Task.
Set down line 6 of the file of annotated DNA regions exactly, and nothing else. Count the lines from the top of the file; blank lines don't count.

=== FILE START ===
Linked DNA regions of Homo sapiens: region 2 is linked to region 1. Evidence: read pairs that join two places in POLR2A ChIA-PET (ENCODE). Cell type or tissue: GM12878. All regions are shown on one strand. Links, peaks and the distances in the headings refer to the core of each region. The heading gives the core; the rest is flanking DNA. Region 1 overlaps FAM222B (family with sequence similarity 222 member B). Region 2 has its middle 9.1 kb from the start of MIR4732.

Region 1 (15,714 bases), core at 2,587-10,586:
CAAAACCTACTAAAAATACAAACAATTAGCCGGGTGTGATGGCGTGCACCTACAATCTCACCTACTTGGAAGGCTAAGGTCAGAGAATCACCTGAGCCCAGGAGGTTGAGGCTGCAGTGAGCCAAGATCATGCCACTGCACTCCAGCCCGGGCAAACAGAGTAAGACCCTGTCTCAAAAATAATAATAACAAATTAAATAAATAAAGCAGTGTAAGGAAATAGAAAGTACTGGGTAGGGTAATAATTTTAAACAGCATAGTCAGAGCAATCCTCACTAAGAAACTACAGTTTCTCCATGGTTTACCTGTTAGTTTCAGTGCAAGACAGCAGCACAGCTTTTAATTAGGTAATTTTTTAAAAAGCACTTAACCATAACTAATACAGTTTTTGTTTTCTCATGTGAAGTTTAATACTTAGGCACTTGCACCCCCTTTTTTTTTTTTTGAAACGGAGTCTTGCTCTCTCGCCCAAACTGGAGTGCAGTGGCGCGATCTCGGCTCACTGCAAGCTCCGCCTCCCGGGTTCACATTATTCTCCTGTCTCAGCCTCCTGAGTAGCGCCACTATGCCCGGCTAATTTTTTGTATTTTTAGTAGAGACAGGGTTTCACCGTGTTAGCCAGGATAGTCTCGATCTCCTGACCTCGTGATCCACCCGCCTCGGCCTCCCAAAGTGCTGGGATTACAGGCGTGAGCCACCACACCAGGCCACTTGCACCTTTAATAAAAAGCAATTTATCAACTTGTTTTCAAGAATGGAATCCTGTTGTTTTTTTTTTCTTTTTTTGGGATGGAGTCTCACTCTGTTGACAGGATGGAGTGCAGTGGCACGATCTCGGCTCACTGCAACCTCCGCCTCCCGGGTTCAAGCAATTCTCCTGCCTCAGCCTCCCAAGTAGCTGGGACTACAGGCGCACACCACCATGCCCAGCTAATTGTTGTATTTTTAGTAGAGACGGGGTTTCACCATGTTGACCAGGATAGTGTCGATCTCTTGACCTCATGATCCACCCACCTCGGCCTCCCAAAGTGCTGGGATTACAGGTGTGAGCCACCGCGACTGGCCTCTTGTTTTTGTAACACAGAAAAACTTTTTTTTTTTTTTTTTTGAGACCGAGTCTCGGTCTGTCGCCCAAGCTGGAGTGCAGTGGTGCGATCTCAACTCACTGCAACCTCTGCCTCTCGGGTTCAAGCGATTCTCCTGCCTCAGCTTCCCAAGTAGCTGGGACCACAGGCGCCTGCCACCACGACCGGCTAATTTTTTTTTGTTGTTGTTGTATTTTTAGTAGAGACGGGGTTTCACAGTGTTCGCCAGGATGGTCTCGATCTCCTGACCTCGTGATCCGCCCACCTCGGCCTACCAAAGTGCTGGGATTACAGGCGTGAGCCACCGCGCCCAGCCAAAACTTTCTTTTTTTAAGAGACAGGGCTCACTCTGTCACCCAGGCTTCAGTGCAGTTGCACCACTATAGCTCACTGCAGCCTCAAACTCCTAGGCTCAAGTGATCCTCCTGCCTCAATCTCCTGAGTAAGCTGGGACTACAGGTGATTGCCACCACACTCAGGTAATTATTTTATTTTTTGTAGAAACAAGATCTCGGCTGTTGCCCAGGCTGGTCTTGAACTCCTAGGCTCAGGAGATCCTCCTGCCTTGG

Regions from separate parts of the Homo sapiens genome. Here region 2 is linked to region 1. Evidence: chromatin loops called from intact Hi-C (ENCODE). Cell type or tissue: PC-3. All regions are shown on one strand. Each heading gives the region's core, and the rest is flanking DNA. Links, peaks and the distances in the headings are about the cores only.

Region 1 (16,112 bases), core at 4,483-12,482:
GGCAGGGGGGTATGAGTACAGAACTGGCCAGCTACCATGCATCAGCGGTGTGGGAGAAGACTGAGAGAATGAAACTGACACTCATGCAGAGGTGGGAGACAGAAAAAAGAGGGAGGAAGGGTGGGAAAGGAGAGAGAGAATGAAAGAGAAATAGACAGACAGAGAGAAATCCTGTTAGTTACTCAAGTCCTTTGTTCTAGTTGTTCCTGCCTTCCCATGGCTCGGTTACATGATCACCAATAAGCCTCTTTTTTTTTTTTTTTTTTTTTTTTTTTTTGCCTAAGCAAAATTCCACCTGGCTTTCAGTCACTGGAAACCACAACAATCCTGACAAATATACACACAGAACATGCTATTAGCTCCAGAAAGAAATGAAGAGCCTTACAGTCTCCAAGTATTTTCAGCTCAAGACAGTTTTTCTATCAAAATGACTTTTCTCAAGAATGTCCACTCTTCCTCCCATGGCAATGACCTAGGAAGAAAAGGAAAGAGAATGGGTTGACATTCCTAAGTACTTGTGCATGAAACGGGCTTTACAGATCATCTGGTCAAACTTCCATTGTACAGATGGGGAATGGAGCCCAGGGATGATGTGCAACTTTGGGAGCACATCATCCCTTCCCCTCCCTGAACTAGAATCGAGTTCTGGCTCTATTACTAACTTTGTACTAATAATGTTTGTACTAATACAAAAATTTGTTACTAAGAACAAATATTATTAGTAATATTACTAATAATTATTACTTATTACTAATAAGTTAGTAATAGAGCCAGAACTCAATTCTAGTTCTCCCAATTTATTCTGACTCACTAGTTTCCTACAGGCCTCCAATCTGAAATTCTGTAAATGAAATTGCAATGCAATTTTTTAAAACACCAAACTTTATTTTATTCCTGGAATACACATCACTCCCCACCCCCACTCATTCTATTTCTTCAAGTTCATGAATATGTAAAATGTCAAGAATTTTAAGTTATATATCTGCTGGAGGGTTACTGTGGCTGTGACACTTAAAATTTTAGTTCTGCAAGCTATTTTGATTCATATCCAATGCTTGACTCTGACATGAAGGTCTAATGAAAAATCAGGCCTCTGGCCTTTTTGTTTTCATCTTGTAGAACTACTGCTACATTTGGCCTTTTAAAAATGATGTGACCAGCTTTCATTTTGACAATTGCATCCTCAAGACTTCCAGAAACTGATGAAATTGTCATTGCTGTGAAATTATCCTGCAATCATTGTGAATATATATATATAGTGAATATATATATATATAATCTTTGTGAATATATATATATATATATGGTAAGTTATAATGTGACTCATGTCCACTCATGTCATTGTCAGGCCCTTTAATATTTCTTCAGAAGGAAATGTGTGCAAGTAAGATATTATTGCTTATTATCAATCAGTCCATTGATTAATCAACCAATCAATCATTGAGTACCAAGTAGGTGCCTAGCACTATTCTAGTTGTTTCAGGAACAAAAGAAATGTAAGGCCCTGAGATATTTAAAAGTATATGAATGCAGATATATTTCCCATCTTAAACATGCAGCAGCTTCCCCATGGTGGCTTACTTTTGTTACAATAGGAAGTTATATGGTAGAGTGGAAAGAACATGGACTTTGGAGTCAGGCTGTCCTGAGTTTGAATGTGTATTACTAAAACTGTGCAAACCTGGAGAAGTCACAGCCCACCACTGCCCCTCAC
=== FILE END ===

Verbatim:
GGCAGGGGGGTATGAGTACAGAACTGGCCAGCTACCATGCATCAGCGGTGTGGGAGAAGACTGAGAGAATGAAACTGACACTCATGCAGAGGTGGGAGACAGAAAAAAGAGGGAGGAAGGGTGGGAAAGGAGAGAGAGAATGAAAGAGAAATAGACAGACAGAGAGAAATCCTGTTAGTTACTCAAGTCCTTTGTTCTAGTTGTTCCTGCCTTCCCATGGCTCGGTTACATGATCACCAATAAGCCTCTTTTTTTTTTTTTTTTTTTTTTTTTTTTTGCCTAAGCAAAATTCCACCTGGCTTTCAGTCACTGGAAACCACAACAATCCTGACAAATATACACACAGAACATGCTATTAGCTCCAGAAAGAAATGAAGAGCCTTACAGTCTCCAAGTATTTTCAGCTCAAGACAGTTTTTCTATCAAAATGACTTTTCTCAAGAATGTCCACTCTTCCTCCCATGGCAATGACCTAGGAAGAAAAGGAAAGAGAATGGGTTGACATTCCTAAGTACTTGTGCATGAAACGGGCTTTACAGATCATCTGGTCAAACTTCCATTGTACAGATGGGGAATGGAGCCCAGGGATGATGTGCAACTTTGGGAGCACATCATCCCTTCCCCTCCCTGAACTAGAATCGAGTTCTGGCTCTATTACTAACTTTGTACTAATAATGTTTGTACTAATACAAAAATTTGTTACTAAGAACAAATATTATTAGTAATATTACTAATAATTATTACTTATTACTAATAAGTTAGTAATAGAGCCAGAACTCAATTCTAGTTCTCCCAATTTATTCTGACTCACTAGTTTCCTACAGGCCTCCAATCTGAAATTCTGTAAATGAAATTGCAATGCAATTTTTTAAAACACCAAACTTTATTTTATTCCTGGAATACACATCACTCCCCACCCCCACTCATTCTATTTCTTCAAGTTCATGAATATGTAAAATGTCAAGAATTTTAAGTTATATATCTGCTGGAGGGTTACTGTGGCTGTGACACTTAAAATTTTAGTTCTGCAAGCTATTTTGATTCATATCCAATGCTTGACTCTGACATGAAGGTCTAATGAAAAATCAGGCCTCTGGCCTTTTTGTTTTCATCTTGTAGAACTACTGCTACATTTGGCCTTTTAAAAATGATGTGACCAGCTTTCATTTTGACAATTGCATCCTCAAGACTTCCAGAAACTGATGAAATTGTCATTGCTGTGAAATTATCCTGCAATCATTGTGAATATATATATATAGTGAATATATATATATATAATCTTTGTGAATATATATATATATATATGGTAAGTTATAATGTGACTCATGTCCACTCATGTCATTGTCAGGCCCTTTAATATTTCTTCAGAAGGAAATGTGTGCAAGTAAGATATTATTGCTTATTATCAATCAGTCCATTGATTAATCAACCAATCAATCATTGAGTACCAAGTAGGTGCCTAGCACTATTCTAGTTGTTTCAGGAACAAAAGAAATGTAAGGCCCTGAGATATTTAAAAGTATATGAATGCAGATATATTTCCCATCTTAAACATGCAGCAGCTTCCCCATGGTGGCTTACTTTTGTTACAATAGGAAGTTATATGGTAGAGTGGAAAGAACATGGACTTTGGAGTCAGGCTGTCCTGAGTTTGAATGTGTATTACTAAAACTGTGCAAACCTGGAGAAGTCACAGCCCACCACTGCCCCTCAC